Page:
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Mechanical Energy - Self energy of Universe

  1. Jul 21, 2013 #1
    What is the total mechanical energy (self energy) of the universe that is due to the fact that it expands, taken the big bang as the origin - on the basis of general relativity?

    If anyone could supply me with the equation and number (what size is it in kgm2/s2) I would be very thankful.
  2. jcsd
  3. Jul 21, 2013 #2


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    There is no meaningful way to express the expansion of space as a kinetic object of objects inside.

    Unrelated to that, the total size of the universe is unknown (it could even be infinite). You can ask for the observable universe.
  4. Jul 21, 2013 #3
    Thx, that is what I had thought was the standart view, but someone whom I thought would know for sure made me believe differently .... that was why I asked this question. All good. Thx.
    Last edited: Jul 22, 2013
  5. Jul 22, 2013 #4
    What can I ask for the observable universe? Considering there is no meaningful way to express the expansion as a kinetic object.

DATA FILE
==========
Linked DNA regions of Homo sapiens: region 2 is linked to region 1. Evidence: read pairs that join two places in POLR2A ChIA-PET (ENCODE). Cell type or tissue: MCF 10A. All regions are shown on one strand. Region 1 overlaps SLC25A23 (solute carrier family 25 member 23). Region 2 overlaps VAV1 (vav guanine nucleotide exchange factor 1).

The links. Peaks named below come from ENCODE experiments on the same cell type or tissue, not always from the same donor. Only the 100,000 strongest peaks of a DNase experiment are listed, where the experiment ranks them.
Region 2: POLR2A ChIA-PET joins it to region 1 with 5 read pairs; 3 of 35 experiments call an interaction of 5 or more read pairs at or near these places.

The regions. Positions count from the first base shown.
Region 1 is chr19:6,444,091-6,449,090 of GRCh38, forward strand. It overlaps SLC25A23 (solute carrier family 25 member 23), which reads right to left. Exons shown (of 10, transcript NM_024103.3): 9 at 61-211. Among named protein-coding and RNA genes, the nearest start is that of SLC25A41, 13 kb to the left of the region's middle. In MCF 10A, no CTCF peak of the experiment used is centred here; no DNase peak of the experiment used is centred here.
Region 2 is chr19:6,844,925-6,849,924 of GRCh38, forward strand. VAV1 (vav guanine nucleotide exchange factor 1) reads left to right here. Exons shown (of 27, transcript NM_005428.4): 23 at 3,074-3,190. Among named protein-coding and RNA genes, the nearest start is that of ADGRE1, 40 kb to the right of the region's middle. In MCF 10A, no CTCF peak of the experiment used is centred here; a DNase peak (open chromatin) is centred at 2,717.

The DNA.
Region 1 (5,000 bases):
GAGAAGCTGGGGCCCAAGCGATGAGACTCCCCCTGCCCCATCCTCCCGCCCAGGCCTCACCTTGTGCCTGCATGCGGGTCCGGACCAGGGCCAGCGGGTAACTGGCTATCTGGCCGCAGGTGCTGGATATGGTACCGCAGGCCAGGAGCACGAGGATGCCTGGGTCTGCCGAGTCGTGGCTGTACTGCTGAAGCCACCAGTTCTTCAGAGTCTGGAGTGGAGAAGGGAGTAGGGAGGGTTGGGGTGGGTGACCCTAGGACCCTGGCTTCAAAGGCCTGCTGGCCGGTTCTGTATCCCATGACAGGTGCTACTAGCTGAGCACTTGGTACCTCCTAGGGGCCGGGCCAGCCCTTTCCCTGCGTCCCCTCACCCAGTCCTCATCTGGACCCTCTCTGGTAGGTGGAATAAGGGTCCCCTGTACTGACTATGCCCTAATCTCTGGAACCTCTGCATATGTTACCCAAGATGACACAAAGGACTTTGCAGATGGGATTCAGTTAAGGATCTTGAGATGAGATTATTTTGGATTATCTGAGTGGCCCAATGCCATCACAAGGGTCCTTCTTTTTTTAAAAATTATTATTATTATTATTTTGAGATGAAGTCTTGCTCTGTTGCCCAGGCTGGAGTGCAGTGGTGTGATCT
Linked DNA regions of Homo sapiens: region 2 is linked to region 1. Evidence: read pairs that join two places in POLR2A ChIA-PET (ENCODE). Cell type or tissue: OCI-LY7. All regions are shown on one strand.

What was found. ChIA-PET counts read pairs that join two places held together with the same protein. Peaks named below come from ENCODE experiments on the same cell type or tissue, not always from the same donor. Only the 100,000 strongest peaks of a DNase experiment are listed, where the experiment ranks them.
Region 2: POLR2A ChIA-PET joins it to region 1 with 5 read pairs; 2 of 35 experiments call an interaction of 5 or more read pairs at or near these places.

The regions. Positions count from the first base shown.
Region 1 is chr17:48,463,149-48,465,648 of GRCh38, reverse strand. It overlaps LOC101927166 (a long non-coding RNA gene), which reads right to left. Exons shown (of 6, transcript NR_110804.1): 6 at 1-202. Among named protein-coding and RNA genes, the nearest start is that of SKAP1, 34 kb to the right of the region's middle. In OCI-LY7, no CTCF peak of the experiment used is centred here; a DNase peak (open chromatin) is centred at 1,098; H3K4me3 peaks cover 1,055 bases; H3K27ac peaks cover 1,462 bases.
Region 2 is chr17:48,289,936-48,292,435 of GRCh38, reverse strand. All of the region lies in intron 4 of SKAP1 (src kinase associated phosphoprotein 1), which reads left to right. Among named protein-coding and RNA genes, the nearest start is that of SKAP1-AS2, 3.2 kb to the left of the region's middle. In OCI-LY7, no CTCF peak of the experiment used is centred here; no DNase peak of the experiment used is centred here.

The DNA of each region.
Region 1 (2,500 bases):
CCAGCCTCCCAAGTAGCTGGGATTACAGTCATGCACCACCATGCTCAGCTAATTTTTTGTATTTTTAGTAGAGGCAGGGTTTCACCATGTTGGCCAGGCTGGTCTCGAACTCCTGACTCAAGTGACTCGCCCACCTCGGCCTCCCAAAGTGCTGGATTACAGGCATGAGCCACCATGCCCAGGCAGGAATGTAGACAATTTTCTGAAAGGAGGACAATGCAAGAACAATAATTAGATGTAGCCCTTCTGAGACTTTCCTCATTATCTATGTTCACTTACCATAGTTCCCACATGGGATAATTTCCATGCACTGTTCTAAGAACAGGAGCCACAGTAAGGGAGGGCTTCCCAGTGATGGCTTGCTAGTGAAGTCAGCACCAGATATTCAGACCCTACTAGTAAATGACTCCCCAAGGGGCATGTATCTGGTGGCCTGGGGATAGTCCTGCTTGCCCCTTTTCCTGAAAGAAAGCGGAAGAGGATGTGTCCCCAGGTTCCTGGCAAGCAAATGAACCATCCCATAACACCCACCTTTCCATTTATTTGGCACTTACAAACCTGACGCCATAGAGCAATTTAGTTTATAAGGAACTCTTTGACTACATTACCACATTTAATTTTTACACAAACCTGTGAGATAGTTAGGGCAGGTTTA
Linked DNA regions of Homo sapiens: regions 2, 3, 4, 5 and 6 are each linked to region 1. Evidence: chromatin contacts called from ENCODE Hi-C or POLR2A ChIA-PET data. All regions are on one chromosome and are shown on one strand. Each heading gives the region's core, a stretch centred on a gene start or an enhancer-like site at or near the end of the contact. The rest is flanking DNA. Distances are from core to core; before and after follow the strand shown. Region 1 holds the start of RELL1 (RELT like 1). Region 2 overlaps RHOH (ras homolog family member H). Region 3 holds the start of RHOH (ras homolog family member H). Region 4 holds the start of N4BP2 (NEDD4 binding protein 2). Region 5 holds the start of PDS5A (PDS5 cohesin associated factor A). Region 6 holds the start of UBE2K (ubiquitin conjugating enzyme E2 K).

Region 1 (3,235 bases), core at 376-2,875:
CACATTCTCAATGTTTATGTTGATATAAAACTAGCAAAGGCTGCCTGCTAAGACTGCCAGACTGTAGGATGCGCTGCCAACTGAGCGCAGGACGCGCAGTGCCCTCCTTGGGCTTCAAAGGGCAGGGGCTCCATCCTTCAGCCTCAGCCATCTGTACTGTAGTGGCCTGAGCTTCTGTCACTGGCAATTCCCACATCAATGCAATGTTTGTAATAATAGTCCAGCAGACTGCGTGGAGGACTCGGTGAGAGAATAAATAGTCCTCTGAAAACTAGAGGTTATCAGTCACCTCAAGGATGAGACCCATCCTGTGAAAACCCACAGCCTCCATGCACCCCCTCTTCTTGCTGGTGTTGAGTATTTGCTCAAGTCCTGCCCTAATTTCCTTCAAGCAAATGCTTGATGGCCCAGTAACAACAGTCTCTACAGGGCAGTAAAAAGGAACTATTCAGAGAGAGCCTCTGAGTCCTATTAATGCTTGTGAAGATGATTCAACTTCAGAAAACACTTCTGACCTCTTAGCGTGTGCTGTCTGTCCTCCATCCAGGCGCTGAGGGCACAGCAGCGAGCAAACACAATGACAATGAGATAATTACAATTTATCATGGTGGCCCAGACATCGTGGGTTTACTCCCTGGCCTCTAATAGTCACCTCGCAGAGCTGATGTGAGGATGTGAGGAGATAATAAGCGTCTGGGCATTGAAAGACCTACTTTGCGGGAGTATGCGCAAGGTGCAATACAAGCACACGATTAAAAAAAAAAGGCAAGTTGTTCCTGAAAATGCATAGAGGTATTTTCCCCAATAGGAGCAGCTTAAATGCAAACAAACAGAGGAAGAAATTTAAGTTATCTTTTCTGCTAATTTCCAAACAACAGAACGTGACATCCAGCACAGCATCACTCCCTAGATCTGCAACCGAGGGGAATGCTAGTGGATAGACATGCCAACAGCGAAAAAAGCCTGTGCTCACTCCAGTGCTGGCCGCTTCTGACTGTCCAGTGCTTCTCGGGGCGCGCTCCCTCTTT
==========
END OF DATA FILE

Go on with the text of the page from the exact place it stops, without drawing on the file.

The observable universe is what I'm after. So is there any energy associated with its expansion or not? - Because I was told there is just the way I did it is wrong...

    Thx in advance
    Last edited: Jul 22, 2013
  6. Jul 22, 2013 #5


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    The average energy density (for regular matter, dark matter and dark energy) is an interesting number.

    The cosmic energy inventory

    You can associate the acceleration of the expansion with an energy density (dark energy). You do not have to, however.
  7. Jul 22, 2013 #6
    You will notice in the article MFB posted there is a kinetic energy value, however that energy describes a different process than those associated with expansion see section 2.10
  8. Jul 22, 2013 #7
    Thank you both, and thank you very much for the paper. Will have a good read. The acceleration -DE context sounds exactly what I stumbeled accross.
  9. Jul 23, 2013 #8


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    Energy is not defined in GR on global scales.
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